In the waning years of use of the CP interchange, primarily CP cars were left here.  CP grain-loading boxcar 143015 (built 6-56) and script 143016 were here in March, 1982. Notice that both interchange tracks are uncharacteristically in use.  Perhaps CP's frequency of operations to Kingston was decreasing.
Here's another example of only CP cars appearing: appliance/auto frame boxcar CP 41010, one of a small but often-photographed CP 'scratchbuilt' class, usually photographed singly. On September 26, 1983 I observed but didn't photograph the following CP boxcars on the interchange: 40-foot double-door CP 100413, 100387, 100240, E&N 292534, 292059, CP 40-foot sliding door 52286 and 50-foot plug door 71037. A 1985 Whig-Standard news photo of snow removal on Division Street (street in background) revealed two CP boxcars and a CN Burro crane outfit.
Years earlier, in an attempt to be more successful at catching CP in town, I'd inquired and received a letter from the CP Rail Superintendent in Smiths Falls:
And now, not-so-colourful.  Here's a black-and-white view of the interesting mix of cars spotted on the interchange in April 1979, taken from the end of Rigney Street. Would you believe I happened upon this composite photo (that I didn't know I had) on the very day this post is to be published? I'd call that a happy happenstance, Kingston cosmic kismet, or an incident of implausible interchange incidence. Notice how this wide view shows the entire  scene from CP's inbound track at left, two interchange tracks, CN Kingston Sub mainline and two sidings at Queens East, the CP tail track, and the Division Street overpass that it leads to, formerly providing CP with access to downtown Kingston, by way of a bridge over CN that was removed in 1974.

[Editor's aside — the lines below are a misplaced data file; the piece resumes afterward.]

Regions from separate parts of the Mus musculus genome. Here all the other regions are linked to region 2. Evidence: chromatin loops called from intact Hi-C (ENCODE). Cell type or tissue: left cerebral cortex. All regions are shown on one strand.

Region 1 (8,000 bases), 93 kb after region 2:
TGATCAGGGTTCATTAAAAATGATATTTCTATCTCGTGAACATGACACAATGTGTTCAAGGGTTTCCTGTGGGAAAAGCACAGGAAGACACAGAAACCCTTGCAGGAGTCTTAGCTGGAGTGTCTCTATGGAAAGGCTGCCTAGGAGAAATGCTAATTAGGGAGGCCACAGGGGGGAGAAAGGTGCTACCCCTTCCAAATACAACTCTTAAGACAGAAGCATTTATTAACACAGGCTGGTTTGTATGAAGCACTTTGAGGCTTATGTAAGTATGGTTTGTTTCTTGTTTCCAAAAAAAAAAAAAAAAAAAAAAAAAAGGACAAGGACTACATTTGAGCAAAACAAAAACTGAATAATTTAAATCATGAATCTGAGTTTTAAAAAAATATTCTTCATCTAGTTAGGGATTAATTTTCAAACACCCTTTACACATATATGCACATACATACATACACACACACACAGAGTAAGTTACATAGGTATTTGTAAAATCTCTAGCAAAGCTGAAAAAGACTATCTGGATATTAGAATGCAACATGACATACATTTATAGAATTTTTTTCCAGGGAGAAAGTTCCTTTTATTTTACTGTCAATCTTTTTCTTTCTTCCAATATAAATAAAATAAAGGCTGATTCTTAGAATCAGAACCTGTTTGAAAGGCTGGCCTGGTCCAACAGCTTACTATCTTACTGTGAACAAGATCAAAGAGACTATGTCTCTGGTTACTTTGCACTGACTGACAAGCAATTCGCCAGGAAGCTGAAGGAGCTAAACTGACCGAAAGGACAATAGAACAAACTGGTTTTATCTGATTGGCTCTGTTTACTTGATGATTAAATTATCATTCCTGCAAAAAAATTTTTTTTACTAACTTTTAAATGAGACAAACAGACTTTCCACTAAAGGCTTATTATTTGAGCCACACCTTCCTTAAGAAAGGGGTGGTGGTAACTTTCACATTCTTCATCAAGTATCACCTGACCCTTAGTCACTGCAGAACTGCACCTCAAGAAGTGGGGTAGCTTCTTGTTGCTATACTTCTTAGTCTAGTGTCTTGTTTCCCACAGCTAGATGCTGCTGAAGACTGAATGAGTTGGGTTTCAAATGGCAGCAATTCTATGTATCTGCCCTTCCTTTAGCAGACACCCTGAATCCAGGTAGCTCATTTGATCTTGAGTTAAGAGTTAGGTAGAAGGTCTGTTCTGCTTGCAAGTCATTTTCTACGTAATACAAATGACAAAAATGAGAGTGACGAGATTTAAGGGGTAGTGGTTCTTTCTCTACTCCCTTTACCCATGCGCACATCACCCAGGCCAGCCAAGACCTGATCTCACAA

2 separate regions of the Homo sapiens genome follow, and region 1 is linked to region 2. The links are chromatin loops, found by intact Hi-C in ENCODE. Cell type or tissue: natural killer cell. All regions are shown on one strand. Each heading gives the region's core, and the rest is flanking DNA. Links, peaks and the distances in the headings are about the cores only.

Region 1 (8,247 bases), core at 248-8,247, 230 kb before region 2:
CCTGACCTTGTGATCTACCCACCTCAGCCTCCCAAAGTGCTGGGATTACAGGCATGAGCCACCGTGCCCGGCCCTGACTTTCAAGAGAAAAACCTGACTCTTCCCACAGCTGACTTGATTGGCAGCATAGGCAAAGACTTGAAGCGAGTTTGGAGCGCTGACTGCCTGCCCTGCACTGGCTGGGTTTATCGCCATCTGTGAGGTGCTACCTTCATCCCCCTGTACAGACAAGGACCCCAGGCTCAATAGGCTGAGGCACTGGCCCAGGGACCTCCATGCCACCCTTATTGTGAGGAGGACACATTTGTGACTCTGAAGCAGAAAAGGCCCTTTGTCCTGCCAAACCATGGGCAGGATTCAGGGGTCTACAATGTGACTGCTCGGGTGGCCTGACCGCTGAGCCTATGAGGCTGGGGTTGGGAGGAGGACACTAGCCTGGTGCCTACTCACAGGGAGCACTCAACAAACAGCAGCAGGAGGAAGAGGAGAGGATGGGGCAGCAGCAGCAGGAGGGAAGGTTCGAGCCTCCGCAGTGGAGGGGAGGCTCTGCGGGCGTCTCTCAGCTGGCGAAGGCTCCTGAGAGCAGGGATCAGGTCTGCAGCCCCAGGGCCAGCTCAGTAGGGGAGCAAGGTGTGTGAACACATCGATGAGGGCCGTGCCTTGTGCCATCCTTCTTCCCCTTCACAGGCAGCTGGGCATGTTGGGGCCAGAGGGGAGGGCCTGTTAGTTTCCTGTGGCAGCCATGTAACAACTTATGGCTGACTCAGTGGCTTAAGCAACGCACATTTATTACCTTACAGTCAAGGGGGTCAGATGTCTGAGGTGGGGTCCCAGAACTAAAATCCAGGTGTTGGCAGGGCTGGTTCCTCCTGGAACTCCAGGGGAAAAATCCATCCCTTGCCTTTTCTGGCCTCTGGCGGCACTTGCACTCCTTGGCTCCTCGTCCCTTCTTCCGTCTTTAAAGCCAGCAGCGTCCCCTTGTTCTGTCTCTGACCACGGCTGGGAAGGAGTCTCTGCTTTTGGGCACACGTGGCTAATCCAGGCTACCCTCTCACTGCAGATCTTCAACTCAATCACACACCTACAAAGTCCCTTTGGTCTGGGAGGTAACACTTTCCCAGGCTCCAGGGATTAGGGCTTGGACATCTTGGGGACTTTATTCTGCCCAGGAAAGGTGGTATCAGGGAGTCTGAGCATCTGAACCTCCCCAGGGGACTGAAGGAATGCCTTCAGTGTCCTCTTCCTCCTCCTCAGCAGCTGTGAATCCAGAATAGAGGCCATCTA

Believe it or not, this post has languished in the queue for five years. I'll dedicate it to loyal (and patient) Trackside Treasure reader Jakob Mueller.  Instrumental in the genesis of my books on VIA Rail, sorry this took so long to see the light of day, but enjoy, Jakob!

Running extra...

All remaining items (see list at top of the Spring Cleaning Sale post for sold items) are now 20% off! Here be bargains!

I've got a couple of cool Canadian model railway blogs to share: Trevor Marshall's Port Rowan in S Scale and Jeffrey Smith's Ontario in HO Scale.  I hate having to stumble across such interesting blogs haphazardly.  Perhaps Google or Yahoo could use their intuitive software capabilities to make this easier, the way they seem to magically place ads relevant to my email content?

Are placards anything?  The one I photographed on that SP boxcar is certainly different.  I have several others, such as Canfor, Weldwood and other lumber companies, plus Dangerous placards, Unload This Side and the smirk-inducing Do Not Hump. Before the era of computers, placards on cars' tack-boards carried important information re: lading and how the car was to be spotted.  They're easy to scan or photograph...would this be something you're interested in for a future post?